“Many myths, sacred stories, and rituals are attempts to recreate a sense of stillness. This is their essence. Indeed, without some awareness of stillness, ritual takes on only its external approximation, becoming heavy and solemn,” writes Swami Chetananda from “Stillness,” in Parabola’s Fall 1992 theme, “The Oral Tradition.” “On the other hand, ritual that arises out of the experience of stillness is a light and joyful thing.”
Last Sunday evening, at my local meditation sangha in Tarrytown (http://yogashivaya.com/index.html) a group of us had a rich discussion about surrender and letting go. Some of us decided that we tend to get overly focused on the action of letting go–and letting go of things. Perhaps just surrendering to a situation, letting it be, was the way to let a little freedom, a little space, a little stillness appear in the thick of our lives. We agreed that freedom may not have anything to do with outer conditions being calm and peaceful. But a few of us wondered whether it would be easier in some ways to live a monastic life. After all, our days would be filled with rituals that would pull us down out of our heads into our hearts–into stillness. Yet ritual can become as mechanical as the daily commute.
Sometimes a great stillness can appear in the midst the facing obstacles, or great shocks. Some of us remembered that happening in the city on 9/11, or in the midst of private shocks. Here is the swami: “Stillness is not the same thing as silence, nor is it like quieting the mind. It does not operate on a simply personal level. The stillness we are interested in knowing is always within us, even as we are within it, and we find freedom through our contact with it. As we become established in our contact with its power, we recognize that all our desires, wants, needs, insecurities, and tensions are nothing. Underlying every pursuit, and even our quest for meaning as a whole, is the longing for contact with stillness. When we have this, what more is needed?”
We remember this longing in a moment of stillness. This is what we really wanted, we remember. We didn’t really need all those things we thought we needed. And all those urgent matters that were keeping us from sitting down and being still? In contact with stillness, they don’t even seem real. In stillness, we are granted the blessing of complete acceptance. We are given a place to be.
For nearly forty years, Parabola has drawn on the wisdom and art of the world’s great spiritual traditions and indigenous ways. Perhaps what we really wished to bring to readers is that underlying experience of stillness. In 1980, in the issue “Obstacles,” a Parabola interviewer in India recorded this gem from a then-young Dalai Lama: “If you utilize obstacles properly, then it strengthens your courage, and it also gives you more intelligence, more wisdom. “ Obstacles can cause us to make special kinds of efforts, he explained. It can invite insight, understanding, hidden capacities.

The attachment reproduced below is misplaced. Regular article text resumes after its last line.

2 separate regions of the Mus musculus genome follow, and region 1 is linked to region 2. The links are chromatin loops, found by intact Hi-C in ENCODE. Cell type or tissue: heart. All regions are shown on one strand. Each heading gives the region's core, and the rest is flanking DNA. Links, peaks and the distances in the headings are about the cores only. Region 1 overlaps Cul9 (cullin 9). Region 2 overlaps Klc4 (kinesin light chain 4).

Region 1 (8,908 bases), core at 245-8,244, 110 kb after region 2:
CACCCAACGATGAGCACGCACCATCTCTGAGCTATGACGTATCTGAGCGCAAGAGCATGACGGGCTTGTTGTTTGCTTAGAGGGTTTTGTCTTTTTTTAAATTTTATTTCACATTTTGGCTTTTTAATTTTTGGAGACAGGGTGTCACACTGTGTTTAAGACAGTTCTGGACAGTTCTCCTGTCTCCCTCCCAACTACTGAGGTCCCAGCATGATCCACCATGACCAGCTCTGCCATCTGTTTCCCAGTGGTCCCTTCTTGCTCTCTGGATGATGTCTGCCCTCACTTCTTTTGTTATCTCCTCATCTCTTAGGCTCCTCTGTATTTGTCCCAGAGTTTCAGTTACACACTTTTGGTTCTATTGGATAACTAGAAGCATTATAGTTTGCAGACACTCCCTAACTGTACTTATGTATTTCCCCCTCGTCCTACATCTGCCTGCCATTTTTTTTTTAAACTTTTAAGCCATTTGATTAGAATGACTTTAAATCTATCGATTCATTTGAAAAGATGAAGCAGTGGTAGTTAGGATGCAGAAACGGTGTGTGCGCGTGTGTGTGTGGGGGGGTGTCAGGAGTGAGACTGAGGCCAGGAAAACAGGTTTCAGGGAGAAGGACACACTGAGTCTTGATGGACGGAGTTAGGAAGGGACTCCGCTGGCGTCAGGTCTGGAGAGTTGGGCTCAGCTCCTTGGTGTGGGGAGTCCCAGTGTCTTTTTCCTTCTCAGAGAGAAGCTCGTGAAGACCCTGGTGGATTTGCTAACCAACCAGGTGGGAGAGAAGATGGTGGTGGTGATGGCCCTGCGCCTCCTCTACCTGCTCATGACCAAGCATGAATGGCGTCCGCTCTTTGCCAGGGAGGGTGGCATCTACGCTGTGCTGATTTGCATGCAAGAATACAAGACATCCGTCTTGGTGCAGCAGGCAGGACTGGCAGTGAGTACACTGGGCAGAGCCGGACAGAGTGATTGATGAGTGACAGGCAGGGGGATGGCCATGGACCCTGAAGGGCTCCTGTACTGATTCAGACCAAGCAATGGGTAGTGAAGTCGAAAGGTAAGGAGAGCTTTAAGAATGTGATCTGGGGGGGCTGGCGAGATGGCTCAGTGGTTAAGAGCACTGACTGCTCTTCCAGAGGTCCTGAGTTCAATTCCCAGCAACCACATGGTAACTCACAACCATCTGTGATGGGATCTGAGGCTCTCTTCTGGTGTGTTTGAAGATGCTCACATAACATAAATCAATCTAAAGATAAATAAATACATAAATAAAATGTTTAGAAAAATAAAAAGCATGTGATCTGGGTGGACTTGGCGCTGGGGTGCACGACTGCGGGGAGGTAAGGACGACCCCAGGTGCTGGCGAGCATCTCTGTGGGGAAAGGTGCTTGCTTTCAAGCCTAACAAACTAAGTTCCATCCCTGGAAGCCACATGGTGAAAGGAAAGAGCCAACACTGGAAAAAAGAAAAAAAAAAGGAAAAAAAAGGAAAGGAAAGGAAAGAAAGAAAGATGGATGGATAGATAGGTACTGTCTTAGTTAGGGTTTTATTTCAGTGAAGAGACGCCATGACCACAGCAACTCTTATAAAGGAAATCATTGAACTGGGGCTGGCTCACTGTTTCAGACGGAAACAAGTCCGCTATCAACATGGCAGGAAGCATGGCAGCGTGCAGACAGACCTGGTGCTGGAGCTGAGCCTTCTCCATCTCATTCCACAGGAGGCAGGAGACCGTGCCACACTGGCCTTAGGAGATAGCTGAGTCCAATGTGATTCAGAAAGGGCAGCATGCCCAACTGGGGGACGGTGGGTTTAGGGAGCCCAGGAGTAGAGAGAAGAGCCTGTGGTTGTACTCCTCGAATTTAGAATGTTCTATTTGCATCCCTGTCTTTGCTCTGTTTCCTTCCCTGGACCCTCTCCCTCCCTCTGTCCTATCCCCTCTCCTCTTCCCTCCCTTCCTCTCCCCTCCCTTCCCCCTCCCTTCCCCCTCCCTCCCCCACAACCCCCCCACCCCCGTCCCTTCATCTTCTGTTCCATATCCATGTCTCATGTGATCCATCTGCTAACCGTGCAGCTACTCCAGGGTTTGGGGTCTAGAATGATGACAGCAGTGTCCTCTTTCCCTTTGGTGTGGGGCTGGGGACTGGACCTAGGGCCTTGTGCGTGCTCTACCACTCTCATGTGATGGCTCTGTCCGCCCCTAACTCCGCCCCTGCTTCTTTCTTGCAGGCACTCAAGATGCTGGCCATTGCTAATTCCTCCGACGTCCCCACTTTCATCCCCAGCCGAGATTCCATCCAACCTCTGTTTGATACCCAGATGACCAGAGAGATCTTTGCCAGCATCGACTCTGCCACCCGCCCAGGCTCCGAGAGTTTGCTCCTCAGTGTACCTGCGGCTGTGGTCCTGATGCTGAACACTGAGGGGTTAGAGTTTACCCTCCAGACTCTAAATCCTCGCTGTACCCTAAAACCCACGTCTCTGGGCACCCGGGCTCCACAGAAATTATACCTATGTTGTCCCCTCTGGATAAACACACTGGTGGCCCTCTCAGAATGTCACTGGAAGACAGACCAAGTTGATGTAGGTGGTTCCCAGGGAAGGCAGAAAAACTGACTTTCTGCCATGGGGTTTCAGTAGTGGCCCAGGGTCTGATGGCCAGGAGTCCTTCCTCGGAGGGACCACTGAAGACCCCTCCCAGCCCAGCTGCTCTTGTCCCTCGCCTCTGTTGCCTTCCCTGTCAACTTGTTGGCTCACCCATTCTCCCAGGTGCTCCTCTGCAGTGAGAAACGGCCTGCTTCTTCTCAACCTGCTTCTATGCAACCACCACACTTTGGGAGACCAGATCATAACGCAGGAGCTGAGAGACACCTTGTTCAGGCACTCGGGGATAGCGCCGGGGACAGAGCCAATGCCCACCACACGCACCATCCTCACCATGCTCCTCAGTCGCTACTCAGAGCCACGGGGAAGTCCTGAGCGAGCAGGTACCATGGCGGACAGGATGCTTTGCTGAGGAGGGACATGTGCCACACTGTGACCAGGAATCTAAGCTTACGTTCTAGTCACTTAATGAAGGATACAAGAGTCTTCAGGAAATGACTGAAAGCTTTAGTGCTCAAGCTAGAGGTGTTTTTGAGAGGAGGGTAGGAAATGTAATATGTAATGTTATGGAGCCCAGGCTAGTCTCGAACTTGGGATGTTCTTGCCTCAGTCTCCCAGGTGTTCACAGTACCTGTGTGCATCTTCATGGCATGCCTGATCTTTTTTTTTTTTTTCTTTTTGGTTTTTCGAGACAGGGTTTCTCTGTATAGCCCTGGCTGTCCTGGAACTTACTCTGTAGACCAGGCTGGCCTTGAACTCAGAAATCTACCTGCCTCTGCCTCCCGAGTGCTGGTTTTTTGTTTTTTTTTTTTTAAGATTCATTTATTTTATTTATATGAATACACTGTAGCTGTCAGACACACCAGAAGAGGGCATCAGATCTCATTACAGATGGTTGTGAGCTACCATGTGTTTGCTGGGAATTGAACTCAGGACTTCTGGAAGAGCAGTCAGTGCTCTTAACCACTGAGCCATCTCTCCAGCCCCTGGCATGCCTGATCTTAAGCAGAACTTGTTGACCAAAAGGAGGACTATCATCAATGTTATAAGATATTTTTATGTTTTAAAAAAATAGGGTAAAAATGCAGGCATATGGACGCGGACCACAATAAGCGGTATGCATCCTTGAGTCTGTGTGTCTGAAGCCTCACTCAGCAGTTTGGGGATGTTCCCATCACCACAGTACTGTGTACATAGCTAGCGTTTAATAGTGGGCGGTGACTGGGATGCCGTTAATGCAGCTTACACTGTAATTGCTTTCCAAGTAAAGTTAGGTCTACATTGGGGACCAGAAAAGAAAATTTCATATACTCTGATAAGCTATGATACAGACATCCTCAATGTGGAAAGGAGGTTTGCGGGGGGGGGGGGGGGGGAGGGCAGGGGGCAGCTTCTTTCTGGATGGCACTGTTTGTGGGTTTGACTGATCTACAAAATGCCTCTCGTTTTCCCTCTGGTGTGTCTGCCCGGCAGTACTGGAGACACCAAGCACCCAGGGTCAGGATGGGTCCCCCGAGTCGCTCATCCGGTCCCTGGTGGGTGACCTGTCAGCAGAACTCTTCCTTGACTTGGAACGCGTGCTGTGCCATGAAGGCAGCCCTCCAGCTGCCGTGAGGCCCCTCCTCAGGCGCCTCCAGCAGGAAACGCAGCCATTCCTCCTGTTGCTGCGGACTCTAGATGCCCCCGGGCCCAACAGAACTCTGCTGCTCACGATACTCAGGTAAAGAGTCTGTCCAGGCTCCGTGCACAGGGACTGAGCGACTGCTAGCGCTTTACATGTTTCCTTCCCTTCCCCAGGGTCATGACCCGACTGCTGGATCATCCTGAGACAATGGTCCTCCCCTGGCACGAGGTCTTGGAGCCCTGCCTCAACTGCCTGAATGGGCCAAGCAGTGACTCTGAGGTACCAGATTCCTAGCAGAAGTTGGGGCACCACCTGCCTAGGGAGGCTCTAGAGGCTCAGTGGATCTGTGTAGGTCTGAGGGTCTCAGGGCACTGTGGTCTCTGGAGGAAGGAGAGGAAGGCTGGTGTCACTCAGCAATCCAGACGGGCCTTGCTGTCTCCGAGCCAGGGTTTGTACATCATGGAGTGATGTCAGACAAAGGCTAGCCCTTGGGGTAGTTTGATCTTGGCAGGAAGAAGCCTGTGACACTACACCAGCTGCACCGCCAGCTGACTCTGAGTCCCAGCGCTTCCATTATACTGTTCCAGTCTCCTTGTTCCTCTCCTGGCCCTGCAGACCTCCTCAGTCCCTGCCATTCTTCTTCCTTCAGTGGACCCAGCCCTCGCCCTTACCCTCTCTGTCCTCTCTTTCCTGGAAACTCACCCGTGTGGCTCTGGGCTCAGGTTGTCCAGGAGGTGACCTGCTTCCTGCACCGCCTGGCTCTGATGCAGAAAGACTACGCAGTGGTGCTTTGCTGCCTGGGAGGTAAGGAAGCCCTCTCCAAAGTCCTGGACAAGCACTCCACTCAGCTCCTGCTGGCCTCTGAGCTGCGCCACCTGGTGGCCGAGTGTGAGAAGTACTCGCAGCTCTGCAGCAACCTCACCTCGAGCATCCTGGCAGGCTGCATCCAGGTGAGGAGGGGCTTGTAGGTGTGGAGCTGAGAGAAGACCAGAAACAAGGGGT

And underlying those gifts is stillness.
6 thoughts on “Stillness”
“People say that what we are seeking is a meaning of life. I don’t think this is what we’re really seeking. I think what we’re seeking is an experience of being alive.”
I was thinking along the same lines as I thought about these words of Joseph Campbell’s yesterday-how do you get to the point which he is speaking about. It can’t be forced and anytime I’ve been truly experiencing being alive I’ve been living out of a still centre and have been accepting life, others and self as they are not as I would have them!
A friend who is a monastic contemplative just spent last week in solitude in her community-she needed time out so moved into another hermitage and spent a week alone, away from the daily rituals of monastic life and emerged energised and refreshed. So indeed the ritual can cease to bring us where it was intended to when we are doing it by rote.
It’s really interesting to think that the experience of feeling of being really alive comes in those moments of letting be, of acceptance, of stillness. That this might be a more active state in a more subtle way, a way of being with life and not against it. Hmmmmmmmm
The arrow before it leaves the bow is action in stillness. The ballet dancer the tennis player are stillness in action…
This is it exactly, action in stillness and stillness in action.
Thanks for this, Tracy. I love “If you utilize obstacles properly, then it strengthens your courage…” Also I’m interested in myths and sacred stories as ways to recreate stillness, a new idea for me. I just ordered the Oral Tradition issue and am looking forward to reading Swami Chetananda’s essay.
Thanks, Matthew. Also thank you for (you were wrong), which I am reading and enjoying very much.